Earlier this week I blogged about the need to refill the well without apology if you are an introvert i.e. factoring in down time after every social engagement to allow yourself a chance to recover. From a writing perspective this is crucial too. A lot of writers are introverts. We spend the majority of our days in solitude typing away on our keyboards living in fantasy worlds of our own construction. It is important to have some interaction with the outside world, of course, but we don’t feel as though we are missing out if we are not at every party or social gathering.
That’s all well and good but what happens when your book is written and it’s time to get the word out? Suddenly the introvert has to become, to a greater or lesser degree, an extrovert whether they like it or not.
I have found myself in that situation a lot this summer as I have been hand selling my book at various craft fairs or summer fetes. It is not something I would choose to do for fun. But this year for me (my first of publication) is all about trying different things and seeing what works.
The idea of being ‘up’ for a social engagement of several hours, interacting with the public throughout and basically being ‘on duty’ does not exactly gladden my heart. Leaving aside the practicalities of whether the event is a success from a selling point of view (a mixed bag on that front) or whether spending the time in my study writing would have been more productive (quite possibly), the simple act of being ‘on duty’ for any length of time in a social situation is exhausting for an introvert like me.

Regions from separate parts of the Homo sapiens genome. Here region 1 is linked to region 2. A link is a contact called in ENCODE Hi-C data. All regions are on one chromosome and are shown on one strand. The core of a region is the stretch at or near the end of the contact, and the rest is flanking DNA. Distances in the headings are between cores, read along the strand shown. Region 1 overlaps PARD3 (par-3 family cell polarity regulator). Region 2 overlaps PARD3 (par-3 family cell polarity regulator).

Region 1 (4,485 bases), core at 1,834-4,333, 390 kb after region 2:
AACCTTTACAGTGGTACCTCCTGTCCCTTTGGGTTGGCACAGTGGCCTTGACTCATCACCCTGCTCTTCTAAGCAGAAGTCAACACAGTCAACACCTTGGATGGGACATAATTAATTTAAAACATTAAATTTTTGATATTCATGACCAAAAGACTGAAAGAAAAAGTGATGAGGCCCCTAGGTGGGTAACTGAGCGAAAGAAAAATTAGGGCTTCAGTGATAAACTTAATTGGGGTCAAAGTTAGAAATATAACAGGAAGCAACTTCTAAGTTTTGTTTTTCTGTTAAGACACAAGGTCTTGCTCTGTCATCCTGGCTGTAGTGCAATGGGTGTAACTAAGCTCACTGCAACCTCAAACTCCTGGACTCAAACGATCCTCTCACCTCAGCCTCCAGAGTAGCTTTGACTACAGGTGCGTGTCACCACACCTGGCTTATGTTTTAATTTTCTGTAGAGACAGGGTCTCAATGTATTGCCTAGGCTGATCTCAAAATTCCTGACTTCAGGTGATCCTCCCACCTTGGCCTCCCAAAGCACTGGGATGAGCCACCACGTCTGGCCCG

As writers who wish to sell books we have to be prepared to push ourselves out there. No one else is going to do it for us. Even the superstars have to do their fair share of marketing, the only difference is they have a team to organise it, the writer still has to do it. For the rest of us, we are our own teams.
The internet and social media have allowed introverts to project themselves into the wider world from the comfort of home but not everything can be done through a computer screen. Sometimes, showing up in person is the only way. Writers who are introverts need to work out how much face to face contact they can take on. Be realistic. Just because you should be doing all these things because someone else who is successful told you you should does not mean that you will be able to handle it. We are all different. Know your limitations and work within them. If you attempt to suppress your nature by trying to be all things to all people you will crash and burn, it’s a question of when not if.
The world won’t stop turning if you attend three events instead of four but taking your introverted nature into account when planning your marketing strategy may make all the difference between success and failure. Better to succeed on your own terms and enjoy the experience than spread yourself too thinly. If you go for the full on option and pretend like you are an extrovert you may still achieve success but at what cost? My guess is you’ll be miserable and exhausted and that, for me, is too high a price to pay.
As you will be aware if you read my post from earlier this week the cover of my book The Flower Seller is taking part in Author Shout’s Cover Wars this week 24th July – 30th July. As I type this I am currently in the lead but only by 7 votes! If you like the cover and would like to vote you can do so by visiting the Author Shout site http://authorshout.com/cover-wars/ You will need to like their Facebook page, tweet or G+ them and then you are able to vote for your favourite cover BUT you must only vote once in every 24 hour period of your vote will not count.
If you are already voting for the cover of The Flower Seller – and I know a lot of you are – thank you so much! #goteamellie!